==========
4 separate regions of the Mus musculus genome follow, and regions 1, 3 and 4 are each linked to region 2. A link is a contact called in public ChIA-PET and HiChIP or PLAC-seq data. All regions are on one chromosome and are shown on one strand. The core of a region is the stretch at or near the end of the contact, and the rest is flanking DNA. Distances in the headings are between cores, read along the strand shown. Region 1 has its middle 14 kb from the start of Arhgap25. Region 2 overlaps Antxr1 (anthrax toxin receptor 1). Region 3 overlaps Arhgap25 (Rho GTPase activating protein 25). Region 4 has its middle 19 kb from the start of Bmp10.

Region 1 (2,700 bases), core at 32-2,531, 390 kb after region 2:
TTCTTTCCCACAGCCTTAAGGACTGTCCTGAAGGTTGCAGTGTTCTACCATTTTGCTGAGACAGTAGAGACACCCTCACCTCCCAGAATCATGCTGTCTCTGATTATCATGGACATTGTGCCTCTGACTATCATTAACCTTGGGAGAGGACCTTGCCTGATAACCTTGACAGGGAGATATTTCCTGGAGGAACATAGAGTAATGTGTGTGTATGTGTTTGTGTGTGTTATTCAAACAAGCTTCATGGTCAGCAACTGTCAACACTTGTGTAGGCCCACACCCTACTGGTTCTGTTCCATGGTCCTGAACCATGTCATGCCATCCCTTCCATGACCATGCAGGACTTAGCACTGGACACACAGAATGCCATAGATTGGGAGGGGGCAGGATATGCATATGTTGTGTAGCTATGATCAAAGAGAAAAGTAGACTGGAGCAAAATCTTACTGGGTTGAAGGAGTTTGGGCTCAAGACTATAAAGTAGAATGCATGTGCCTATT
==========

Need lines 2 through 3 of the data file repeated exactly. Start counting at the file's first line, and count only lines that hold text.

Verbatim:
Region 1 (2,700 bases), core at 32-2,531, 390 kb after region 2:
TTCTTTCCCACAGCCTTAAGGACTGTCCTGAAGGTTGCAGTGTTCTACCATTTTGCTGAGACAGTAGAGACACCCTCACCTCCCAGAATCATGCTGTCTCTGATTATCATGGACATTGTGCCTCTGACTATCATTAACCTTGGGAGAGGACCTTGCCTGATAACCTTGACAGGGAGATATTTCCTGGAGGAACATAGAGTAATGTGTGTGTATGTGTTTGTGTGTGTTATTCAAACAAGCTTCATGGTCAGCAACTGTCAACACTTGTGTAGGCCCACACCCTACTGGTTCTGTTCCATGGTCCTGAACCATGTCATGCCATCCCTTCCATGACCATGCAGGACTTAGCACTGGACACACAGAATGCCATAGATTGGGAGGGGGCAGGATATGCATATGTTGTGTAGCTATGATCAAAGAGAAAAGTAGACTGGAGCAAAATCTTACTGGGTTGAAGGAGTTTGGGCTCAAGACTATAAAGTAGAATGCATGTGCCTATT